So have you heard about this iPad thingie? Pretty slick, I'd say.
But would you really be able to use a netbook-esque tablet computer with only 16GB of storage space? One could argue that because of the iPhone OS's simple file structure or seemingly locked down nature that it would be rather simple to maintain space. I however, would argue that you're just being silly.
(This is where I say that goofy overused first line of a paragraph where I get into the main thought of this article)
Enter Dropbox. As you should already know, especially if you're in IT Support, Dropbox is this delicious application that lets you sync files across multiple computers and even the cloud. On your PC or Mac, it looks like a simple folder on your desktop or anywhere else. You drop a photo into that folder, and it will instantly sync to your desktop upstairs or any other computer with Dropbox installed. Killer, right? This is all free if you plan on using only 2GB of space.
It gets even better. They have an iPhone app version of their software. It gives you access to everything you store whether it be video, audio and pdf files. You can even peruse your photo collection. Android and Blackberry apps are in the works.
About a month ago I decided to upgrade to one of their Pro options. 50GB for $10/month. I moved my entire music collection into Dropbox, and have slowly started moving my photos into it as well. It works just swell on my Windows 7 box, because when I added my collection from my Mac into the folder, my Zune software on Windows 7 automatically installed it into its library. Easy wireless syncing to my Zune HD, neerrrrrddddd!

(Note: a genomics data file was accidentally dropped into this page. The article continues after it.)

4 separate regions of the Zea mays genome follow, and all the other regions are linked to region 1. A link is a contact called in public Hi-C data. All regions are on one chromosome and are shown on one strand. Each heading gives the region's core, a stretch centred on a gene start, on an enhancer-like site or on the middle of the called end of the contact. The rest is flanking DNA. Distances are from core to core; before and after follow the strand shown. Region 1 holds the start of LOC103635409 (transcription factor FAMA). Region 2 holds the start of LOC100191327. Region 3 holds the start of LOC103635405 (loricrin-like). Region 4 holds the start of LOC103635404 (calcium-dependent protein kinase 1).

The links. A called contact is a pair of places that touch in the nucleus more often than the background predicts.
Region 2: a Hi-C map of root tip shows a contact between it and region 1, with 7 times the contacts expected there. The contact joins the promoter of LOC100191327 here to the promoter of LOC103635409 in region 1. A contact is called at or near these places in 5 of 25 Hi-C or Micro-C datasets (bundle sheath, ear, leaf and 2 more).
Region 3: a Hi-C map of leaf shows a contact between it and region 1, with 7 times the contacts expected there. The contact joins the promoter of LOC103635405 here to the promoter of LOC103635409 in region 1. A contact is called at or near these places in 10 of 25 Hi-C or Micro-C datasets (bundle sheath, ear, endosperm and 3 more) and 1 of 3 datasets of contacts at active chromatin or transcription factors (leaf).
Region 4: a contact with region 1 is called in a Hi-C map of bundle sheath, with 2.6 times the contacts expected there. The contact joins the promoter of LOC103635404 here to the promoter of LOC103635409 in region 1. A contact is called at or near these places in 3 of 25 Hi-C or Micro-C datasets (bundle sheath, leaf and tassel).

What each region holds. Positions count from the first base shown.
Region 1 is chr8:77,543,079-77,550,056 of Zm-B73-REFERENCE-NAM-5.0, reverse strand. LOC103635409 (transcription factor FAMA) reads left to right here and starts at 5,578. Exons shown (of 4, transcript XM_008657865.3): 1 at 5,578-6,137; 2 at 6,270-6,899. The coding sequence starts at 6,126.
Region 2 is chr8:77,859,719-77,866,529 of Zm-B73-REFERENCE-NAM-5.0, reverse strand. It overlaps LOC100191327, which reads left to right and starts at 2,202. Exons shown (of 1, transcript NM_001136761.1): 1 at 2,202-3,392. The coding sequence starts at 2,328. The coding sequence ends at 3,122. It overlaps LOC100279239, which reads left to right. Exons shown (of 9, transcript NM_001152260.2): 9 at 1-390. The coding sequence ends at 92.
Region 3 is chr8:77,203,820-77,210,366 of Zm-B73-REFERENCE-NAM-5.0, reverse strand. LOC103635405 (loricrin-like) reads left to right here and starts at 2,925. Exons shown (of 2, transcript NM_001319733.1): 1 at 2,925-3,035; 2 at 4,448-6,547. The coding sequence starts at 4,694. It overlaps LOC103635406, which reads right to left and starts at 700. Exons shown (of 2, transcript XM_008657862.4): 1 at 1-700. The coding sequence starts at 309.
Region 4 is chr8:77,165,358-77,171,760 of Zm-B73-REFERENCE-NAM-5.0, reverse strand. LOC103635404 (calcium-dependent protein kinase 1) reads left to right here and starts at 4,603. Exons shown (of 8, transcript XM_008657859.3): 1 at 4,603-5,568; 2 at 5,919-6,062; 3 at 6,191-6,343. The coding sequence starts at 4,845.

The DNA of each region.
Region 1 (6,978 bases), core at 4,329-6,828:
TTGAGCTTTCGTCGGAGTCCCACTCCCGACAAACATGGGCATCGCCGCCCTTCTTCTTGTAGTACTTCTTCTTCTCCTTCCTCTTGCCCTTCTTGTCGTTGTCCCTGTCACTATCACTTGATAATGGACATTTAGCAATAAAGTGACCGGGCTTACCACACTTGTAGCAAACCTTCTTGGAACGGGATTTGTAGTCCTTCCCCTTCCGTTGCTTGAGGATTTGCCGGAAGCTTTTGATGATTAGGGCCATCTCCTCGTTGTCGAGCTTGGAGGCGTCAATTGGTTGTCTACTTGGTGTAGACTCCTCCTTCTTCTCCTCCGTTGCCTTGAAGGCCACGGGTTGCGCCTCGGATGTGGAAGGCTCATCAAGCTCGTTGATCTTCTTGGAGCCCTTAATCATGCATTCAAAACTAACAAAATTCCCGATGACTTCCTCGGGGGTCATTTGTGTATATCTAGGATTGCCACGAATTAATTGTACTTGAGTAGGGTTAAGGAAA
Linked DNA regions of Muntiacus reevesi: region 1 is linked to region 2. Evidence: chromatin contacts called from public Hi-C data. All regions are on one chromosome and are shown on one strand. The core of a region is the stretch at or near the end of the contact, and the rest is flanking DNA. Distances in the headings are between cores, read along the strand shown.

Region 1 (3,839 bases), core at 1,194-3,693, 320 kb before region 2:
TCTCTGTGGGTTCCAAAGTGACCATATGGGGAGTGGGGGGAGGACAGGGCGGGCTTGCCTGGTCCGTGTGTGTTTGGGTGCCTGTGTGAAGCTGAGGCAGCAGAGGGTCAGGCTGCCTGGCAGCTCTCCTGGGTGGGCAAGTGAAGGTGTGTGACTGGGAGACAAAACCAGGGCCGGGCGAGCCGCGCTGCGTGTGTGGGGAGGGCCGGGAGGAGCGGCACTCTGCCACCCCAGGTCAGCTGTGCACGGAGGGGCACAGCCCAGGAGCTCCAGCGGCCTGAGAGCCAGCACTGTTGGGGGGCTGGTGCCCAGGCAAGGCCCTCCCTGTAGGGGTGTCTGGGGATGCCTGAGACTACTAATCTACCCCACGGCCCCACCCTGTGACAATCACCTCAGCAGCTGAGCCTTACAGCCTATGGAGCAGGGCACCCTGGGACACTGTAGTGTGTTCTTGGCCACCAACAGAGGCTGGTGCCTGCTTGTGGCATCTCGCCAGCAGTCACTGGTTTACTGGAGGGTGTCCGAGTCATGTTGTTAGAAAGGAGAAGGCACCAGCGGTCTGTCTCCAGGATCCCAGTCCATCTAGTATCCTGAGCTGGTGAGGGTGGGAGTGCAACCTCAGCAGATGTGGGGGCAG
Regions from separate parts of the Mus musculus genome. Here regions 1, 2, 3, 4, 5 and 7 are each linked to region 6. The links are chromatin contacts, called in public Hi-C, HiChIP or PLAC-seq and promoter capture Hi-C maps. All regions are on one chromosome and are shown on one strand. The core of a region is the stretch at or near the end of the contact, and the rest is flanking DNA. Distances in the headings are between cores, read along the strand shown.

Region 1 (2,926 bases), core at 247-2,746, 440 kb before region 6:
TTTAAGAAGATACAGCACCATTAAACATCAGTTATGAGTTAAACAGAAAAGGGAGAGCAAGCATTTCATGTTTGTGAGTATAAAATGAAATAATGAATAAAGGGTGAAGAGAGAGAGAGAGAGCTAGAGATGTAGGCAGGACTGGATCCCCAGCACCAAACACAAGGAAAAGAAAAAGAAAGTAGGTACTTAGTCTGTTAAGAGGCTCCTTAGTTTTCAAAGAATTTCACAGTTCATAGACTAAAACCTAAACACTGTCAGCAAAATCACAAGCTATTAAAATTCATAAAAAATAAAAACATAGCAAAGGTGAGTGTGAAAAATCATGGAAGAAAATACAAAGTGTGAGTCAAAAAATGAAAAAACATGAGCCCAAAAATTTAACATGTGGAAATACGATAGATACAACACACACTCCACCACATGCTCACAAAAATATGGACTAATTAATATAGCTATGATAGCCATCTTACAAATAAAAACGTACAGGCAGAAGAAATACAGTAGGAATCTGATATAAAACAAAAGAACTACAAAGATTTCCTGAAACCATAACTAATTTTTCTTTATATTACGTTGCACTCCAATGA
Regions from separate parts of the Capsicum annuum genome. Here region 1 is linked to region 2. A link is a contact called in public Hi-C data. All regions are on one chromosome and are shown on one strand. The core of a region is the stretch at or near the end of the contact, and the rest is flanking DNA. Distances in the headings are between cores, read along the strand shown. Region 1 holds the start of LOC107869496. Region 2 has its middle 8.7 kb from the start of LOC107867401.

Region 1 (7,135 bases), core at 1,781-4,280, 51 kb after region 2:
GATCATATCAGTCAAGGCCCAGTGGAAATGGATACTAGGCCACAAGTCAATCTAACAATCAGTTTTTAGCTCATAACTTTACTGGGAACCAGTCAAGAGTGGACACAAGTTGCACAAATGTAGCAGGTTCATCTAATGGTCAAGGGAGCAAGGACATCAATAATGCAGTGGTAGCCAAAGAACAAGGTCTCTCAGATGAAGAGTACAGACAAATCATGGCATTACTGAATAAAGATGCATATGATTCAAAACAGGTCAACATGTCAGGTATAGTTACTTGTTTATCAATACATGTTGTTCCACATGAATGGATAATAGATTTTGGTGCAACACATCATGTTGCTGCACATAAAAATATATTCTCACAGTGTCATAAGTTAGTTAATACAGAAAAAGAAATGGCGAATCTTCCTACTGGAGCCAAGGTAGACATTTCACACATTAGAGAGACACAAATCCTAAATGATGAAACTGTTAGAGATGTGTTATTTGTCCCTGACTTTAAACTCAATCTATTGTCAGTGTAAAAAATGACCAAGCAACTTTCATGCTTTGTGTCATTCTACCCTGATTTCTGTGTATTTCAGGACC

But enough about outdated laptop and desktop computers, they're essentially like cassette players now.
Right out of the box, iPad will be able to utilize Dropbox using its existing app. All of my music and movies will be able to stream right to iPad. Booyah! My own personal media player without storing ANY of the files on the actual iPad itself. I can stream Casino while downing a bag of cheesy poofs on the couch until I keel over. Sure, I could do that with the iPhone, but you get the idea. It's a bigger screen, son!
So thanks to Dropbox, we don't need to worry about 16GB on iPad. If they *really* wanted to blow everyones socks off, though, they would add some general media player capabilities to the app itself. Playing a movie is great because it's just one standalone file. Music is handcuffed because of the same reasons. If I want to listen to multiple songs(files), I need to fire them up after they finish. Lame.
Dropbox, if you add even the most barebones of media player options, you will belt brains.
For more information on Dropbox or other IT Services & Solutions, contact Trigon Technology at solutions@TrigonIT.com.